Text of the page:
Guilford GatesMy letter is one with questions.After the...


August 25, 1994

Guilford Gates

My letter is one with questions.

After the discovery of Dr. Walter Loch and his wife brutally beaten, one of the neighbors said that Guilford should be a "gated community." I believe she said something about her tax payments, but I can't remember her specific words.

I do not live in her city. Do my state taxes help pay for her community roads and police, or do the other city residents help pay for her community roads and police?

Or do the well-to-do Guilford residents pay taxes unto themselves?

Several years ago, there was something in The Sun about Gibson Island being shut off from public access, but its roads were maintained with the public tax money. What ever became of that? Is the situation still the same?

I wonder if perhaps Guilford territory is really not faced with the issue of race (as has been said) so much as the issue of class.

Deborah J. Harrison


A-Bomb Unneeded

Columnist Theo Lippman Jr. argues (Aug. 15) that the atomic bombing of Hiroshima that killed 100,000 people, mostly civilians, should not be considered an atrocity because the use of atomic bombs brought "victory" and saved the lives of all those who would have been killed in the invasion of Japan that "probably" would have been necessary without the bombings.

So he implies that the politicians are right in denouncing the Smithsonian Institution as "anti-American" for presenting contrary information.

Although Mr. Lippman's statement of the facts are as we were told repeatedly since 1945, they are false.

Admittedly, it is difficult to find the truth because the U.S. government's own inquiry into the effects of the atomic bombings was not widely publicized, but it exists as a public document, "U.S. Strategic Bombing Survey." The survey investigators reported to President Truman:

"Based on a detailed investigation of the facts, and supported by the testimony of the surviving Japanese leaders involved, it is the survey's opinion that certainly prior to 31 December 1945, and in all probability prior to 1 November 1945, Japan would have surrendered even if the atomic bombs had not been dropped, even if Russia had not entered the war and even if no invasion had been planned or contemplated."

This conclusion that the nuclear destruction of Hiroshima and Nagasaki probably was not needed to end World War II before the invasion of Japan scheduled for Nov. 1, 1945,was ignored because it is more comforting to think that our nation's acts of violence are fully justified.

But even if our government's own assessment of the facts had squared with the story handed the press about the atom bombs bringing victory, Mr. Lippman's call for a celebration of the mass violence of the atomic bombing is unfortunate in a society where the impulse to individual violence is unusually strong.

Maybe there is a connection between the rationalization of our society's acts of collective violence and heedless individual behavior.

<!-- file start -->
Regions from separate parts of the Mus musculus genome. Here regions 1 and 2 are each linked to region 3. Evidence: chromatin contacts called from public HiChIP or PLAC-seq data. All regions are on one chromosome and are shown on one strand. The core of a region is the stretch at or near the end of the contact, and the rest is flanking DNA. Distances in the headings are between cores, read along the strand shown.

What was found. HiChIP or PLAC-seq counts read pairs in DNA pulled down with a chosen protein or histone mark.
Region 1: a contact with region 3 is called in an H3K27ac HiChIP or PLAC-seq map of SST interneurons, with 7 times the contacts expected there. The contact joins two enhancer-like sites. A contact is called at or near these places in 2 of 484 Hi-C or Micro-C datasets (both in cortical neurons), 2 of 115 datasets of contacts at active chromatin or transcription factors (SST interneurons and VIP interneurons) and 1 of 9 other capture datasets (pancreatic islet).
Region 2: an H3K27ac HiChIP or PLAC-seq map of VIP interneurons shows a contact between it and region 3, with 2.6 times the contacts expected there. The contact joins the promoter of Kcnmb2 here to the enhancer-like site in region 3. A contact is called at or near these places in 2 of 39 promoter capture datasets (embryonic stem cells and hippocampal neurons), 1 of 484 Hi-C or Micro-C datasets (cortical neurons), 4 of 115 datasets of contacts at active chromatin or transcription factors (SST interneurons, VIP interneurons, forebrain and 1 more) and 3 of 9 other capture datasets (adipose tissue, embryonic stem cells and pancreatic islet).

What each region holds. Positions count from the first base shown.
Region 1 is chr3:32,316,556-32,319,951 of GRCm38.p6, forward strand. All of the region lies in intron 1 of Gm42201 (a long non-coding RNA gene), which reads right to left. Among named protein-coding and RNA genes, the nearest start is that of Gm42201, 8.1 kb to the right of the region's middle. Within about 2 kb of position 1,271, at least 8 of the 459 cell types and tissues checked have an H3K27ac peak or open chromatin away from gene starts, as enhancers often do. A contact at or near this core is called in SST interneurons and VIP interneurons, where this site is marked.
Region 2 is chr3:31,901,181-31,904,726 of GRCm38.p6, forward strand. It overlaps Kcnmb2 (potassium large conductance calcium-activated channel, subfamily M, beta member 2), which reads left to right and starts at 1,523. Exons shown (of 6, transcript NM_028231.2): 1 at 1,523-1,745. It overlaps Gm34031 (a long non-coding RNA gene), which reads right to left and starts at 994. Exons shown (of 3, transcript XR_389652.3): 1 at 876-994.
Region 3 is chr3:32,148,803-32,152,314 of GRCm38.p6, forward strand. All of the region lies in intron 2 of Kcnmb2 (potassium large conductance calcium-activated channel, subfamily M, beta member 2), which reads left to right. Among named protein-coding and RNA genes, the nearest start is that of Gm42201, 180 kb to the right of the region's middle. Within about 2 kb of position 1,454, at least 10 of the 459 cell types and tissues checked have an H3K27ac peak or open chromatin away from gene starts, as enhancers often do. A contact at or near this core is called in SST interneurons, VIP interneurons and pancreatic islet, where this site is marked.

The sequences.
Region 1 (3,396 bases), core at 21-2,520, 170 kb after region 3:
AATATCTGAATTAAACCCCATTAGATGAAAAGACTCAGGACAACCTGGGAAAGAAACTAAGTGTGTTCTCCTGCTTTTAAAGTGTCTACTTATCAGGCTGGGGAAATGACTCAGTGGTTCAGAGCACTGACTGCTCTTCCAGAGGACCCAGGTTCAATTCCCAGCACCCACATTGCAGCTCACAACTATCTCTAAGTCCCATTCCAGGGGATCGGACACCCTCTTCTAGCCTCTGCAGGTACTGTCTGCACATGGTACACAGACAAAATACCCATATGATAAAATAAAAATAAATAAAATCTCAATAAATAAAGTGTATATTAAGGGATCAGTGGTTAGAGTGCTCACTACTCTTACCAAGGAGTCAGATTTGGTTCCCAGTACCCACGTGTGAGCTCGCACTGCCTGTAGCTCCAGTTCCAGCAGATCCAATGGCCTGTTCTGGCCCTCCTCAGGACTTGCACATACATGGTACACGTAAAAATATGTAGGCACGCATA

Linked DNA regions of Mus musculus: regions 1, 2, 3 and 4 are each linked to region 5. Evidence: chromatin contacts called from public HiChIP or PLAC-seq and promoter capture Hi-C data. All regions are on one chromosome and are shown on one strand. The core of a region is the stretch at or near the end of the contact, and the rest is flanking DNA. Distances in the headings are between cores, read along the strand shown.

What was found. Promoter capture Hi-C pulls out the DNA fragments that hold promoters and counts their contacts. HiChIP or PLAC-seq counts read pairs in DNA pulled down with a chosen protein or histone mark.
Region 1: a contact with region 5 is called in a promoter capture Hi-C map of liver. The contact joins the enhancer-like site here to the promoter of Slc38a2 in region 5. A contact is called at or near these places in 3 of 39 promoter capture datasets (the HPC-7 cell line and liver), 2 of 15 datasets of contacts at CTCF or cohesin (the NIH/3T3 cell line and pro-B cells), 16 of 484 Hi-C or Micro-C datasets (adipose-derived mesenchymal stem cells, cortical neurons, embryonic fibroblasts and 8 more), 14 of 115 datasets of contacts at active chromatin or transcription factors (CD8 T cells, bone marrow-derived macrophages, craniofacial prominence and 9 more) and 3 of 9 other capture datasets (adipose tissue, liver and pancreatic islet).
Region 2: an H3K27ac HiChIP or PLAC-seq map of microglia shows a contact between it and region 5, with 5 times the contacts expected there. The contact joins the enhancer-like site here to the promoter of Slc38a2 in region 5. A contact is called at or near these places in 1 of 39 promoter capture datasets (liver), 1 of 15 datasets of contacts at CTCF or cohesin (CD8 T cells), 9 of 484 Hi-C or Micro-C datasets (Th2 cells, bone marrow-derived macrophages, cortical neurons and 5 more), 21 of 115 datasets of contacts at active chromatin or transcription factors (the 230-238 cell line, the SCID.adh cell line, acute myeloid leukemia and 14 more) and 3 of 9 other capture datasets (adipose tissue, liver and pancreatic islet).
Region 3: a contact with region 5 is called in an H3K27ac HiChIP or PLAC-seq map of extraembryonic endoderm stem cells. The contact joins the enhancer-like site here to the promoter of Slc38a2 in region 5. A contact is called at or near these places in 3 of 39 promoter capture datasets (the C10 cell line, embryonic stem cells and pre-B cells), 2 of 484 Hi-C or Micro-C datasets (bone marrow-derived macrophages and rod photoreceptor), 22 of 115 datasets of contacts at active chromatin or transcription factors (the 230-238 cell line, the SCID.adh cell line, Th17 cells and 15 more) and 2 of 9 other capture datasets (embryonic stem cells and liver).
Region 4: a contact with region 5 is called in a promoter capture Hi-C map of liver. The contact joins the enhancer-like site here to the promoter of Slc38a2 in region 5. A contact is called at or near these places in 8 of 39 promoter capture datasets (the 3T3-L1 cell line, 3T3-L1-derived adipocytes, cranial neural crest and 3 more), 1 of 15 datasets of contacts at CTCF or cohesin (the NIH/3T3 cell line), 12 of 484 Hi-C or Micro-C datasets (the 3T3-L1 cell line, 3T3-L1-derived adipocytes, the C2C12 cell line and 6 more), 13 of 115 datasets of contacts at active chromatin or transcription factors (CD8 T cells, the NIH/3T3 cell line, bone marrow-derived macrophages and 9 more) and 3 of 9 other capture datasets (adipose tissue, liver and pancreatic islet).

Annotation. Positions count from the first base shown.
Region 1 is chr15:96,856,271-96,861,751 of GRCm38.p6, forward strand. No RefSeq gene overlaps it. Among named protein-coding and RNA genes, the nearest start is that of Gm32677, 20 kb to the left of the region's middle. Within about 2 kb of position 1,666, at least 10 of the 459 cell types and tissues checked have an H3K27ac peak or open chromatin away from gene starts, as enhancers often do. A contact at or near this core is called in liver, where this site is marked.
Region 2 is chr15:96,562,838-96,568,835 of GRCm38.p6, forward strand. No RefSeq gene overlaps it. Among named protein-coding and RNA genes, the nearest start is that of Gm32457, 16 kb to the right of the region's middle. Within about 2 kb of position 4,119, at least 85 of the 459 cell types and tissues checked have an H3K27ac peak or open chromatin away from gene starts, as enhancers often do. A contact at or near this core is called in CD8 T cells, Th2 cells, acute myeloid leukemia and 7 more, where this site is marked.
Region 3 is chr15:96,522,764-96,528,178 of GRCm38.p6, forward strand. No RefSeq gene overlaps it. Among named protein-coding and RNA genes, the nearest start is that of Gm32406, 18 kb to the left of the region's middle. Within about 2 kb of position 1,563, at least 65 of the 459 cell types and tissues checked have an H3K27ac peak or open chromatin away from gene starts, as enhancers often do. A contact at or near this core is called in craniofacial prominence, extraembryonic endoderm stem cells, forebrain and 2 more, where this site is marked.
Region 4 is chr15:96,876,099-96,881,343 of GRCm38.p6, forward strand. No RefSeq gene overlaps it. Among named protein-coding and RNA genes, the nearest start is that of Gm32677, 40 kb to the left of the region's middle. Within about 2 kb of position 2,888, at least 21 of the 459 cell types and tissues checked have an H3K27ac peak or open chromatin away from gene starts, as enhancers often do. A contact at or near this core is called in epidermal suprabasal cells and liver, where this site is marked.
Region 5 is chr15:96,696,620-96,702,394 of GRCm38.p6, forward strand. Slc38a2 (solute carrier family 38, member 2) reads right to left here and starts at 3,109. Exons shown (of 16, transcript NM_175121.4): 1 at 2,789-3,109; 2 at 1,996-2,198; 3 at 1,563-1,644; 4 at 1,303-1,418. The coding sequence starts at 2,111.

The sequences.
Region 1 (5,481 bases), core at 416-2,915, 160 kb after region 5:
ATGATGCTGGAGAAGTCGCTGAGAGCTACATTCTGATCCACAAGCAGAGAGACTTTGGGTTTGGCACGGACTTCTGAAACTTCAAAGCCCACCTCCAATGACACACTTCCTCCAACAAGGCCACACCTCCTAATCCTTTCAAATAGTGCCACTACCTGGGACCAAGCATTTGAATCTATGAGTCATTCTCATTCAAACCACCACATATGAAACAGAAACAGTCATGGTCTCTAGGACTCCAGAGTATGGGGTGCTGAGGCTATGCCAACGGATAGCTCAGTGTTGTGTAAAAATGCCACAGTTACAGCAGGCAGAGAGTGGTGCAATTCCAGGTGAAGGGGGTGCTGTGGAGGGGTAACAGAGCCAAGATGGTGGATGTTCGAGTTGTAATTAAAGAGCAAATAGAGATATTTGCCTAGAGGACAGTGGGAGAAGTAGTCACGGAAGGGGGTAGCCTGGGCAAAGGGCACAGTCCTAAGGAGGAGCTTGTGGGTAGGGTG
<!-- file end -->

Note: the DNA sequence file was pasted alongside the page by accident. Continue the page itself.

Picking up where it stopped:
Carleton W. Sterling


Anyone But

I refer to your Aug. 21 endorsement for governor and your choice of the issues. But there are new issues now: The welfare mess, crime, education, and one underlying cause of all the above that nobody wants to talk about -- individual responsibility.

Socialist intellectuals have been preaching lifestyles management by government for 30 years, and see where we are.

Parris Glendening is preaching more of the same as a true "Clinton Democrat," as Peter Jay says. What we will have is bigger welfare, more crime and bigger government to do all of this.

According to your endorsement, Helen Bentley's strong point is her ability to attract jobs to the state.

What she has attracted is work due us. Remember, government contracts are paid for by Maryland citizens in the first place. What she has attracted is a share of of our own tax dollars.

What does she know about welfare? Or about the education of children? Or about state government organization? Or about crime prevention? Or about state budgets?

The Sun endorsements give one clear messages to this voter: Vote for any one but Mr. Glendening and Mrs. Bentley.

Fred Mott


Make Crime Pay

Let's see: 100,000 new law enforcers for $30 billion. That's $300,000 per law enforcer. How many criminals will this take off the streets of America, put into overcrowded prisons? Do you really believe it?

I've got a surer, more cost-effective suggestion. Let's pay 100,000 criminals $200,000 apiece to permanently leave the U.S.A. That not only takes criminals off the street, but saves taxpayers $13 billion.

Or is the real agenda just more pork and welfare?

Thomas R. Middaugh


A World-Class Children's Museum Downtown

On several occasions, I have visited the Baltimore Children's Museum at the Cloisters and, frankly, I can't wait for the move to downtown Baltimore.

Baltimore deserves a Children's Museum that meets the needs of the majority of its population and is equal in stature to the Maryland Science Center and National Aquarium.

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